This question already has an answer here:
- Why $\gcd(qb+r,b)=\gcd(b,r)$? 8 answers
Let $ab=nq+r$ where all variables represent integers with $0\leq r<n$. If $(ab,n)=1$ then how to prove that $(r,n)=1$? I need to prove this to help me understand the proof of Euler's theorem better.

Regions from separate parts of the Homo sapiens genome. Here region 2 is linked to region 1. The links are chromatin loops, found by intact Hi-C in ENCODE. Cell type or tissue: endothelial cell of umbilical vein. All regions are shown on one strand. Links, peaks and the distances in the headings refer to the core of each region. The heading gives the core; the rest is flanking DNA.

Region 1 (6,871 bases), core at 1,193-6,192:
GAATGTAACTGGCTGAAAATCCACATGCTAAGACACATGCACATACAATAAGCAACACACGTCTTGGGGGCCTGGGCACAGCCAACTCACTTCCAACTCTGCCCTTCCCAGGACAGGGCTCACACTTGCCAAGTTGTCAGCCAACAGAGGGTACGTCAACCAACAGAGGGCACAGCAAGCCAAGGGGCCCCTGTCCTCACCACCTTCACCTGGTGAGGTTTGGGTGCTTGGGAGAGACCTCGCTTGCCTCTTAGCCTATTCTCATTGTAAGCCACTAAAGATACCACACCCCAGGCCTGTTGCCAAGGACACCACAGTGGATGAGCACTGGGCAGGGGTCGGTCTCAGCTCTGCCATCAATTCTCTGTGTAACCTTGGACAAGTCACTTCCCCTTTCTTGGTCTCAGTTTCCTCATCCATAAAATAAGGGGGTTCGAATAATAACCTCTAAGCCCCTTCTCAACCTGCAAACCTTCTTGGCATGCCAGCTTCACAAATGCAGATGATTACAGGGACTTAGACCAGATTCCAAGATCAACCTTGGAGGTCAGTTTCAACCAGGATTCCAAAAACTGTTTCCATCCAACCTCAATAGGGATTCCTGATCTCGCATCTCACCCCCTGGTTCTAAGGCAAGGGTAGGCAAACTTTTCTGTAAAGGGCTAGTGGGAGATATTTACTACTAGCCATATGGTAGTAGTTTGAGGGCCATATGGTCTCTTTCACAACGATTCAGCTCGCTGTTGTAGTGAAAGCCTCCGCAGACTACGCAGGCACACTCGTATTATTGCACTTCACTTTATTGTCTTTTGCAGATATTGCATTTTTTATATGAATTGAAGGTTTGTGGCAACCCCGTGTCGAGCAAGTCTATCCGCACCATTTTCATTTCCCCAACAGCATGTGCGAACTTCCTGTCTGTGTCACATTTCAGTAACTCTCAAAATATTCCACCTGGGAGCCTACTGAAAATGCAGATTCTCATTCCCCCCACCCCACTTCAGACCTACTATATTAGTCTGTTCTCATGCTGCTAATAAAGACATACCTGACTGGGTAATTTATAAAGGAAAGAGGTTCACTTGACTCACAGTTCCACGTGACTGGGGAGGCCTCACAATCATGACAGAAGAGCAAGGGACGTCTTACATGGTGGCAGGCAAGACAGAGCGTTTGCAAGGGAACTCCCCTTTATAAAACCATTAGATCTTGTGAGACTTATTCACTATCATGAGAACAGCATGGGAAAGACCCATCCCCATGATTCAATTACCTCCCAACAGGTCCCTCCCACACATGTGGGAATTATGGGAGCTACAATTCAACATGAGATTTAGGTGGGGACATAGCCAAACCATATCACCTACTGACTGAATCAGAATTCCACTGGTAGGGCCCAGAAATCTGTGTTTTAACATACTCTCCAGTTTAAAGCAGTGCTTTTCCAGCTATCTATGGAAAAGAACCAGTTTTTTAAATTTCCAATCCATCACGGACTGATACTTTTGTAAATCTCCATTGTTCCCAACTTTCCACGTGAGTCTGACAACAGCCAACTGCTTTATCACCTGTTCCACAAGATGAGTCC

I have been able to reason it out verbally but I want to prove it rigorously using equations. If $d=(r,n)$ then $d|r$ and $d|n$. Therefore $d|(nq+r)$. Therefore $d|ab$. But $(ab,n)=1$. Since $d|n$ and $d|ab$, hence $d=1$. Therefore $(r,n)=1$. I cannot figure out how to frame the equations to express this. Please help.